Gardaí express ‘major concern’ over paedophile-hunting groups
Documentary follows group of female online vigilantes tracking potential sexual predators
A TV documentary tracks a group of Irish women trying to expose the activities of potential child sex offenders. Photograph: iStockphoto
An Garda Síochána has expressed “major concern” at the activities of online vigilante groups who describe themselves as paedophile hunters and pose online as children to track down potential sexual predators.
The warning comes as part of documentary set to air on Virgin Media Television on Wednesday that tracks the activities of ‘Child Protection Awareness’ (CPA) - a group of Irish women trying to expose the activities of potential child sex offenders.
Louise, a mother of two children living in Dublin who leads the CPA group on ‘stings’ around Ireland, said she has “found a calling” in tracking the activities of potential predators.
“I think there’s thousands of predators in the Republic of Ireland because it’s a safe haven, there’s no laws,” she tells the film crew while moving around the kitchen in her home. Like all other members of the group interviewed for the documentary, her face is blurred.
CPA is made up of self-described “hunters”, who track “predators”, and “decoys”, who pose as children and set up online accounts where they chat to men.
Nelly, who left her job to focus on CPA, says decoying “takes over your life”. “I play this role every single day. No days off, no holidays, this doesn’t stop. I used to work part time, I actually don’t have the time anymore. I feel I’m doing more as a decoy than I have ever done.”
Amanda, who also acts as a decoy, temporarily left the group after she was sent child pornography. “I’m in this for one reason only; to protect children. I’m a mother, I’m a grandmother . . . I feel this is what I should be doing.”
Forensic psychologist Dr Patrick Randall warns in the documentary the use of the word ‘hunter’ and ‘predator’ by the CPA and similar groups in the United Kingdom is “emotionally laden” and is “purposely designed to increase alarm among the public and increase the glamorisation of those who engage in these activities”.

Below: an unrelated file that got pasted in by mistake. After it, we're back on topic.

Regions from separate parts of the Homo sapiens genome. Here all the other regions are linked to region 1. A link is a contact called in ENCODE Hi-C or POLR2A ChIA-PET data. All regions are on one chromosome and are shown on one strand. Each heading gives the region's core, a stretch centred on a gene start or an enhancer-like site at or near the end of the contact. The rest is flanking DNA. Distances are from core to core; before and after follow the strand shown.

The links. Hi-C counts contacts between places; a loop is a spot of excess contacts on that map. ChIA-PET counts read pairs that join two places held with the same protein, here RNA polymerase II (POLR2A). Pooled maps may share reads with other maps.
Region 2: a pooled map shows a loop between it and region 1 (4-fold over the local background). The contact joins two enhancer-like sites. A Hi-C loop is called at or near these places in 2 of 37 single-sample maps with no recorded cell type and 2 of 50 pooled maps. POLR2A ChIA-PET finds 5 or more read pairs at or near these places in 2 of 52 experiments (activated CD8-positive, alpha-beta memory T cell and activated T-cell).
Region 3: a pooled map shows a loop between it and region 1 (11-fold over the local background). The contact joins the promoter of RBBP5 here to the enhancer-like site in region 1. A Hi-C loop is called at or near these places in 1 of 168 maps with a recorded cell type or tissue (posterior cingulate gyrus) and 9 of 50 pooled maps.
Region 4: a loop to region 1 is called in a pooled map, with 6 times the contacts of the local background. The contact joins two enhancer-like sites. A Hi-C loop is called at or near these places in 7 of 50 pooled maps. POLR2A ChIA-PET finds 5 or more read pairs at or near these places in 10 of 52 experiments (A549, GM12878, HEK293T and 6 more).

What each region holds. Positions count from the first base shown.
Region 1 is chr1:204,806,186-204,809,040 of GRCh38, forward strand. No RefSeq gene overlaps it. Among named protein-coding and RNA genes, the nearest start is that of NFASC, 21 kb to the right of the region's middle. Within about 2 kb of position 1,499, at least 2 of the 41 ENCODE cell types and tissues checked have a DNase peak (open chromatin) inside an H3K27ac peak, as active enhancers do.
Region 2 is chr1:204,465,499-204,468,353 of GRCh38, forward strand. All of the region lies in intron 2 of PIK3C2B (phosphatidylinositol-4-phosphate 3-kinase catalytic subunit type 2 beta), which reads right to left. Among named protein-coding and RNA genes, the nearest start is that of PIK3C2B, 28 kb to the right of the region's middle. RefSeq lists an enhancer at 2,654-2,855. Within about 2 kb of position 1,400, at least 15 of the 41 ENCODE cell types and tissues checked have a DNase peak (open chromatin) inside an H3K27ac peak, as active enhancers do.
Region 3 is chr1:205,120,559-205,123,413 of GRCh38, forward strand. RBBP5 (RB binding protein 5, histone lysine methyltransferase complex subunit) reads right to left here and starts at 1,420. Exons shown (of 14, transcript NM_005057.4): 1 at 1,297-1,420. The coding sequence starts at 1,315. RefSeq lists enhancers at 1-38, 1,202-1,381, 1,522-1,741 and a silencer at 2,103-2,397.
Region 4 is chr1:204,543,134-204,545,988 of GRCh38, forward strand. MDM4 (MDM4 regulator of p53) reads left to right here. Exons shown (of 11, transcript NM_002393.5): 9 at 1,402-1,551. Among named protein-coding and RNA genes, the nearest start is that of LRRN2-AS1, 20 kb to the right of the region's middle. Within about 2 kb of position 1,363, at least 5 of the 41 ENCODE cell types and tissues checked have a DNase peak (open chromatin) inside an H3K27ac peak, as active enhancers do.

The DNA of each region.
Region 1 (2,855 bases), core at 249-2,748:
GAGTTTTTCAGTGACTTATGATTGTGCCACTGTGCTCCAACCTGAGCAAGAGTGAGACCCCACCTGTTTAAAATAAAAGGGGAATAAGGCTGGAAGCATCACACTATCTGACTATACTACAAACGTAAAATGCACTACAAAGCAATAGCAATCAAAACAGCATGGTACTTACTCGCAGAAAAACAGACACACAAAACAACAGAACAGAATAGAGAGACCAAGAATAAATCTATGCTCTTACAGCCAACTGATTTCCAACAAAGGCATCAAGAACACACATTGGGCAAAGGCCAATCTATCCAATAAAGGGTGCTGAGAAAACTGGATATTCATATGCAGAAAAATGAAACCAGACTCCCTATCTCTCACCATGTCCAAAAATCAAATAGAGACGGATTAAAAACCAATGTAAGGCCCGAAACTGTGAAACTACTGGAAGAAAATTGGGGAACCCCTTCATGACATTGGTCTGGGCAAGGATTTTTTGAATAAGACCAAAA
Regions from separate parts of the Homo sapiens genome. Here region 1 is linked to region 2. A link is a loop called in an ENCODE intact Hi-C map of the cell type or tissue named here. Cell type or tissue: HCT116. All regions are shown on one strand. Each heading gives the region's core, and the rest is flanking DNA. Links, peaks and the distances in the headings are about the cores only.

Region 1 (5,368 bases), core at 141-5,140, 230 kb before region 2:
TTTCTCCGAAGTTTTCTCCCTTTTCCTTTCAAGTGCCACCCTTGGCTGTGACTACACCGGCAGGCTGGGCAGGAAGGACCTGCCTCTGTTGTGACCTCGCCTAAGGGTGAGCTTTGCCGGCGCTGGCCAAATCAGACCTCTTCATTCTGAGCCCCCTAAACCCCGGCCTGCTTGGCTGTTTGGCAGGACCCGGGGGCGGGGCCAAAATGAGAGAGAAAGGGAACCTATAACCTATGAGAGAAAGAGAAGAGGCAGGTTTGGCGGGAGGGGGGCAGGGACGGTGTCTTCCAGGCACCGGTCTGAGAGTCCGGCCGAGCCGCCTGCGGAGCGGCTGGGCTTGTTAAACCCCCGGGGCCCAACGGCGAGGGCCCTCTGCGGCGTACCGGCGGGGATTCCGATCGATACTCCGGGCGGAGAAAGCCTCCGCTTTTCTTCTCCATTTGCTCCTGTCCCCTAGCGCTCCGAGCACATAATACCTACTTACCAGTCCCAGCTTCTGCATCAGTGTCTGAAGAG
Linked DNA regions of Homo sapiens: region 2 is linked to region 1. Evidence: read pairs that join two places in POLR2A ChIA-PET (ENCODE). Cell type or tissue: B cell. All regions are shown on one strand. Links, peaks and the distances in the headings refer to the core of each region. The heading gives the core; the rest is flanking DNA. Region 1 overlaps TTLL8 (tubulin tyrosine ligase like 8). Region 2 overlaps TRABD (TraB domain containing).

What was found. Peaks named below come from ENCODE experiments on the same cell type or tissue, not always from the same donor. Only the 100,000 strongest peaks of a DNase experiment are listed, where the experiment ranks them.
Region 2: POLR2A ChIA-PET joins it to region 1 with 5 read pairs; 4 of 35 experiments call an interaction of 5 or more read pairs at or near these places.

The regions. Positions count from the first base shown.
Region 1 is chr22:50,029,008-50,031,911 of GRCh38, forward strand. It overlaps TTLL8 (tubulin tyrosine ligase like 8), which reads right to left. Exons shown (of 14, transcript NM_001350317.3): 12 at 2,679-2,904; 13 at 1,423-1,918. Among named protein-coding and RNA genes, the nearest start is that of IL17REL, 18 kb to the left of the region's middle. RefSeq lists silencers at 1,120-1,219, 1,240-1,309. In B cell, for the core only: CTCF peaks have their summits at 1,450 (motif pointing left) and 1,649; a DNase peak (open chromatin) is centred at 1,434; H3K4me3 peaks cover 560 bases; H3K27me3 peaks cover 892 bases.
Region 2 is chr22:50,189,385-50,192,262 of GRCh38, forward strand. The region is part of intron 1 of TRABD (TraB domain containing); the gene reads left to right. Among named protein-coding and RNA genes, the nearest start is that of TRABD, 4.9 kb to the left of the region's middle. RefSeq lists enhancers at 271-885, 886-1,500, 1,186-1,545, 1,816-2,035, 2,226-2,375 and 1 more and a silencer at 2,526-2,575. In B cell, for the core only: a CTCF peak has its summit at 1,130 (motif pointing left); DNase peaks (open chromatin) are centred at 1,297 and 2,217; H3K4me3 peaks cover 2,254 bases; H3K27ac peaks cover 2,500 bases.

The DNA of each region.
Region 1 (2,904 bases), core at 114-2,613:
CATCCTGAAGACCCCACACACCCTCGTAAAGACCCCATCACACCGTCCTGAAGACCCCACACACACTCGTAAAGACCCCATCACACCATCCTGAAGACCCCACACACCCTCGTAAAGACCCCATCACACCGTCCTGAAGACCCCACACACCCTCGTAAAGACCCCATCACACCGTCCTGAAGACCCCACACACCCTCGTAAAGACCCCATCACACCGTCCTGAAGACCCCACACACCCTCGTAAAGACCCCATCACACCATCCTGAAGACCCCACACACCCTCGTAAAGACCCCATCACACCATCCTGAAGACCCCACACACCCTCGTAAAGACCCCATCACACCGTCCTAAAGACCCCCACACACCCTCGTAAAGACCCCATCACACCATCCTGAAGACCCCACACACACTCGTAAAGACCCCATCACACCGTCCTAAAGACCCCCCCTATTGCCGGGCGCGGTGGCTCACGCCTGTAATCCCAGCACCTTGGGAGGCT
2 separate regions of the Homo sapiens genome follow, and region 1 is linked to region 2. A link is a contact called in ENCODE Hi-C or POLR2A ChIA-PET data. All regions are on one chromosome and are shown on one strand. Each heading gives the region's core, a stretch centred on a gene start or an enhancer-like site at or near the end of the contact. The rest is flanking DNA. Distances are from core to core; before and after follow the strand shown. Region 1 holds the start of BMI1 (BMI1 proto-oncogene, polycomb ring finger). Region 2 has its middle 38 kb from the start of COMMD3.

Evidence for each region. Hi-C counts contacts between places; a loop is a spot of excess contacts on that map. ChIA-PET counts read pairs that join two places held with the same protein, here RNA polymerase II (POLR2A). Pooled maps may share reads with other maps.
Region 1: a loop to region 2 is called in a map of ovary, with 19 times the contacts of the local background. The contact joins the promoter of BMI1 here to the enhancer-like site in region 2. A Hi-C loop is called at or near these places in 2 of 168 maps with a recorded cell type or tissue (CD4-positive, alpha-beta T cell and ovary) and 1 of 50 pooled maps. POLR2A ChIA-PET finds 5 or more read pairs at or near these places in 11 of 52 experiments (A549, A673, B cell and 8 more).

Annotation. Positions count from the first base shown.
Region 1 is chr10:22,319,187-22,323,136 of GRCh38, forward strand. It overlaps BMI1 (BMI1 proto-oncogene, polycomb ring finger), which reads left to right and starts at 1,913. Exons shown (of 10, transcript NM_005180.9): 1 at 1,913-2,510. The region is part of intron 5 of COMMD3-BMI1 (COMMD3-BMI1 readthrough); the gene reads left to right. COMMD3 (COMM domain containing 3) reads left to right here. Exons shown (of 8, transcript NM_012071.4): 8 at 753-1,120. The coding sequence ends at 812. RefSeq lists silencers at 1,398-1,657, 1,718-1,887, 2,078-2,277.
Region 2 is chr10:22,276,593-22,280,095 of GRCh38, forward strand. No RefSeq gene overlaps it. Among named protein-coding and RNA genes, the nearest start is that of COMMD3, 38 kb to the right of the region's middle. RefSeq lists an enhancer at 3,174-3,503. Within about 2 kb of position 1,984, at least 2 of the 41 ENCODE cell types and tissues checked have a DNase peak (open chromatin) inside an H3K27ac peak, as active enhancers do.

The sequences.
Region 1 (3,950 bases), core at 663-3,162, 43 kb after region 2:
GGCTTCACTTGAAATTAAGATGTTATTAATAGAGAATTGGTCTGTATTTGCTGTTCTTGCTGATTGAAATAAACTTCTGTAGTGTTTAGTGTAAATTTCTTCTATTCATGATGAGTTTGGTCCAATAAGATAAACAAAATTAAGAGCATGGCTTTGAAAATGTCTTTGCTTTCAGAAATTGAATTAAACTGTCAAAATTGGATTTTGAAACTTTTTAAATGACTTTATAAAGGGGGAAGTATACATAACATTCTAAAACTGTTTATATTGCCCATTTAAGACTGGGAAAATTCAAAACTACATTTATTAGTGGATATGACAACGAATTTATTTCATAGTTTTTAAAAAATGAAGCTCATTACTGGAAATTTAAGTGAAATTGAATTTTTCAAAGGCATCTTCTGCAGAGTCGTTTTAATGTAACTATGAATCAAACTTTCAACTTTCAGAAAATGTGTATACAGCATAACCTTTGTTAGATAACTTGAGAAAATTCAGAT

Dr Randall expresses concern these “paedophile hunting groups” will end up exposing people with mental difficulties, “people who are vulnerable themselves”.
Asked to comment on the amount of time the CPA women spend tracking down these men, Dr Randall said it “reflects their own needs and their own difficulties . . . it becomes an obsession in and of itself”.
Dr Geoffrey Shannon, the Government’s special rapporteur on child protection, underlined the “real vulnerabilities” of individual citizens gathering evidence and attempting to bypass State agencies and “replicate the role of an Garda”.
“I’d be concerned that any evidence gathered without the appropriate experience would not result in a successful prosecution,” he said. “If we bypass the law there’s a real danger that those children most in need of our help will end up being let down and that will have devastating consequences for them into adulthood.”
Det Supt Declan Daly says an Garda Síochána welcomes the assistance of the public in preventing and detecting crime but that this assistance “should be limited to reporting concerns” to gardaí.
“When members of the public take on the role of law enforcement, that is not a positive development,” he warned. “We take child protection very seriously, and the activities of these groups are a major concern for us.
“It would appear to me that the focus of these groups is on publicity rather than justice focused and it is activity that I can neither welcome nor encourage.”
In the United Kingdom, West Yorkshire Police released a statement this week urging members of “exposure groups” not to confront suspected child abusers and instead to report suspected offences.
The West Yorkshire warning followed the arrest of five people on suspicion of assault, public order offences and false imprisonment.
Louise said the Garda response to the CPA’s work is “arrogant” and that “the guards have no manners whatsoever. . . . They just don’t like that we’re doing their job better than they are.”
She said the group will continue to operate in Ireland. “We are taking the law into our own hands, we are going and exposing people . . . if we don’t do this there’s real children in danger out there from these predators.”